• Women tell me “I’m not a leader” yet they’re running multi-million projects involving hundreds of people.
  • People look to ageing white men as their leadership role models; when what they really admire is power, money or status.
  • People who talk about leaders as ‘heroes’ because they’ve fallen for the Hollywood myth.

It’s time for an era of abundant leadership. Where people at different levels in the organisation step up and take responsibility: men and women. Where the whole team succeeds. Where everyone’s contribution and effort is valued.

Where the secret to leadership development is to support people to do it for themselves. To get consistently better at the behaviours that make a real difference. Without telling them what to do. 

It’s time to let the real leaders emerge. So they fail and try again? They fall over and pick themselves up. So they make an idiot of themselves in front of the team? The combination of learning and persistence are powerful tools in the hands of a leader.

It’s time for the ‘Coaching for Leadership Behaviours’ programme. A blend of ELearning and Live-Learning for experienced coaches looking to build their skills.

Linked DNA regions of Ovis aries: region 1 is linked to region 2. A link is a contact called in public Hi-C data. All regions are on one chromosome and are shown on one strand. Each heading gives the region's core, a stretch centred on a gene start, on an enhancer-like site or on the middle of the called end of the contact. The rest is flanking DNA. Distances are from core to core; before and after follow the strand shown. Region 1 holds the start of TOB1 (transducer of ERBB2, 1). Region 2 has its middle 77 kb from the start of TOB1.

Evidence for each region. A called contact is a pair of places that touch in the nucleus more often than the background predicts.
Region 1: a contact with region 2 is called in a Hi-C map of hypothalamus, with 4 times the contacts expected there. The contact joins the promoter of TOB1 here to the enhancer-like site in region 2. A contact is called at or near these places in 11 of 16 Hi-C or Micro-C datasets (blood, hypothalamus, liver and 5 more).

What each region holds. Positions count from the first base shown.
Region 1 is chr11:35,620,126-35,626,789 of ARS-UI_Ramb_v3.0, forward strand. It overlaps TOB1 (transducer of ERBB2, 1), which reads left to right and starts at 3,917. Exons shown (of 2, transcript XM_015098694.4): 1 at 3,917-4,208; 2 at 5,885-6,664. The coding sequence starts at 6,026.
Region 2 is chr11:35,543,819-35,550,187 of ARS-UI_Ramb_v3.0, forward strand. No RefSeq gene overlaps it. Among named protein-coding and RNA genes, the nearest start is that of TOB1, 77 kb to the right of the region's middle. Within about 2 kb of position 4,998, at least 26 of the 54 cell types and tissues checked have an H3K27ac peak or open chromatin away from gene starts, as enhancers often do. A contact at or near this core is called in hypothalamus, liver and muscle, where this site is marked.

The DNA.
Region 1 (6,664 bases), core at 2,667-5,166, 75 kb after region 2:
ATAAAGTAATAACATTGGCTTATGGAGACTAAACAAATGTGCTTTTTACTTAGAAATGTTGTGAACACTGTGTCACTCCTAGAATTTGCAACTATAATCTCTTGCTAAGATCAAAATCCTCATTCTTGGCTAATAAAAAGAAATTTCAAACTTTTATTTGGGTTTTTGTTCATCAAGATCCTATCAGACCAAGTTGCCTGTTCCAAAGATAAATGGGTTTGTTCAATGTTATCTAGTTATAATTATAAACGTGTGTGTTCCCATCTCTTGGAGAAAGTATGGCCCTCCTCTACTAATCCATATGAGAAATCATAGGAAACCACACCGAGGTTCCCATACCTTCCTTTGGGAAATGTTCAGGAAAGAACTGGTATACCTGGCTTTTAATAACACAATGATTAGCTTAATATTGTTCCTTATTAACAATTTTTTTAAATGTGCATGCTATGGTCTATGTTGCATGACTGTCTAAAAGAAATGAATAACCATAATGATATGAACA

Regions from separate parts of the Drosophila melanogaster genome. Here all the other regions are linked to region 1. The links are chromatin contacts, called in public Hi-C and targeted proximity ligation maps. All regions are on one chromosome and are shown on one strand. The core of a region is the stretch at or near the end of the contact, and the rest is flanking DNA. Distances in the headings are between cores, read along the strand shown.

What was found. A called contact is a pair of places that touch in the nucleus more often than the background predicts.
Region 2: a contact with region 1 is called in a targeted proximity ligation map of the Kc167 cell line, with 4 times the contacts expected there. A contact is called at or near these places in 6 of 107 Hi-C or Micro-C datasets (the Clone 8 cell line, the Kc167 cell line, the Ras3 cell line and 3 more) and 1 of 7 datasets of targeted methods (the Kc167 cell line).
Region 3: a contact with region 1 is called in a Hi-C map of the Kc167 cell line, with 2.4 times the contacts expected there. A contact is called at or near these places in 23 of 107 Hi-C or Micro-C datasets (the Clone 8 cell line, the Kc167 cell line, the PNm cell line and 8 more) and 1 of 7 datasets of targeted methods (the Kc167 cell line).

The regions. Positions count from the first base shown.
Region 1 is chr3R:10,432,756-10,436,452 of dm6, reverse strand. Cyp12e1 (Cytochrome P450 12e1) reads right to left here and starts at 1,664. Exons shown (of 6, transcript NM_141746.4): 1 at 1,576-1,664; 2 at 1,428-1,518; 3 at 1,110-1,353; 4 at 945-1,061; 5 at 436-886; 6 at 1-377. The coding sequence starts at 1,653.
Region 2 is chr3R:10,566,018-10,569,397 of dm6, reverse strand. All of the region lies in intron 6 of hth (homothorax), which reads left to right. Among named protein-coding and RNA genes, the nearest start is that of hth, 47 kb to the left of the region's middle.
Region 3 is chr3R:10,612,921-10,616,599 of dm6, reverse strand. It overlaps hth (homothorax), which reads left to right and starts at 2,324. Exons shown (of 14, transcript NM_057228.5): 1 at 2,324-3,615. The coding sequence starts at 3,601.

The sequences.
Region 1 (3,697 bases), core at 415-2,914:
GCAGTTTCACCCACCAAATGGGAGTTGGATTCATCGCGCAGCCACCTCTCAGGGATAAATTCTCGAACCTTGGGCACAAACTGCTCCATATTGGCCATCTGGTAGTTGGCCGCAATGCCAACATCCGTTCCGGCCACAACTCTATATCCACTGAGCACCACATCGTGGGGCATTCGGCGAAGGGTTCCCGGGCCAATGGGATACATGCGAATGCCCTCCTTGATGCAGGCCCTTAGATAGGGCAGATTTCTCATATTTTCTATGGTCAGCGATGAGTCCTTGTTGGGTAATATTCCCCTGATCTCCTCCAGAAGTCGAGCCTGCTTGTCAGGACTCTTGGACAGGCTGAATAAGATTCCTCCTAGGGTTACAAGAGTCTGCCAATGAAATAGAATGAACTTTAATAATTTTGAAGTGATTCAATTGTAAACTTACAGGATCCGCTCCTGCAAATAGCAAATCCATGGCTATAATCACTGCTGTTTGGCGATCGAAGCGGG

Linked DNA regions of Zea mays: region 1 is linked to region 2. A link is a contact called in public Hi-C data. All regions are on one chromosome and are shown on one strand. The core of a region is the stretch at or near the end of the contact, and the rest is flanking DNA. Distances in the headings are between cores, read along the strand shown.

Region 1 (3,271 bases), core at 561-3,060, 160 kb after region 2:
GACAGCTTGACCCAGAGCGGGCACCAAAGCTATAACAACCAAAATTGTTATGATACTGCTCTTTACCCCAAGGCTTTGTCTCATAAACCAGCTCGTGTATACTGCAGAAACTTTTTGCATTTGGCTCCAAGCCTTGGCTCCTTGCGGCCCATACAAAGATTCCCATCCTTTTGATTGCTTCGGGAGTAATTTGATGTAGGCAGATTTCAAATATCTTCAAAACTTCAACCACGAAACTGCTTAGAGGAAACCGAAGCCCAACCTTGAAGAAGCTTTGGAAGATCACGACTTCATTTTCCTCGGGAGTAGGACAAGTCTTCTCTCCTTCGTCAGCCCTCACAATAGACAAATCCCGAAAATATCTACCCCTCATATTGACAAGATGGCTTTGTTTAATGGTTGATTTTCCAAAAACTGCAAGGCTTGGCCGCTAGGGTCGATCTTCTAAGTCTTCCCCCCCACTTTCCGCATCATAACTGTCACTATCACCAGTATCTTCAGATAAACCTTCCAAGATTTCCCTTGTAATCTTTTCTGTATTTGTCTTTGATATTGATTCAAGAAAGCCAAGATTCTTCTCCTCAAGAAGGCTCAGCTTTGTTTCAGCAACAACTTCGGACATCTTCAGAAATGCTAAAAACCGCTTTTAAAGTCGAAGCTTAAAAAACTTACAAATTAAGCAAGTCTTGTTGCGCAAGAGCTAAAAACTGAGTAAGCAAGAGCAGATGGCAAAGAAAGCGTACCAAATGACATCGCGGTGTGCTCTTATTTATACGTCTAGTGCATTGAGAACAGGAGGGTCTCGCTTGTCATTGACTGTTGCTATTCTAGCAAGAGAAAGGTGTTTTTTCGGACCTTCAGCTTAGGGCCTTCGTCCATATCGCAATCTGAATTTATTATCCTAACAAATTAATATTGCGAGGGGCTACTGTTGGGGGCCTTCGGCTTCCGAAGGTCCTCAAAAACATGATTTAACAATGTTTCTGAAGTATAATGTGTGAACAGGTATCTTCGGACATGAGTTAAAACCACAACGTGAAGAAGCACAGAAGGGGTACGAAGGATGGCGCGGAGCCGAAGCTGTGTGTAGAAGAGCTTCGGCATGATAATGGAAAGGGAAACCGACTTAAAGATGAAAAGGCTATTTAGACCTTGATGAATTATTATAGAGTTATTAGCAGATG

Ours was the first – and still the best – leadership coaching programme to be accredited by the International Coach Federation. People love our learning environment. And where better than the relaxed environment of an Italian Summer School to experience it in? Because it doesn’t have to be hard or difficult. We’re deliberately making this a rich, fun, interactive experience – where you get to bring your wisdom and coaching skills to bring out the best in the leaders you coach.

It’s time to let the real leaders emerge. You can be a part of it. Sign up for the Coaching for Leadership Behaviours programme.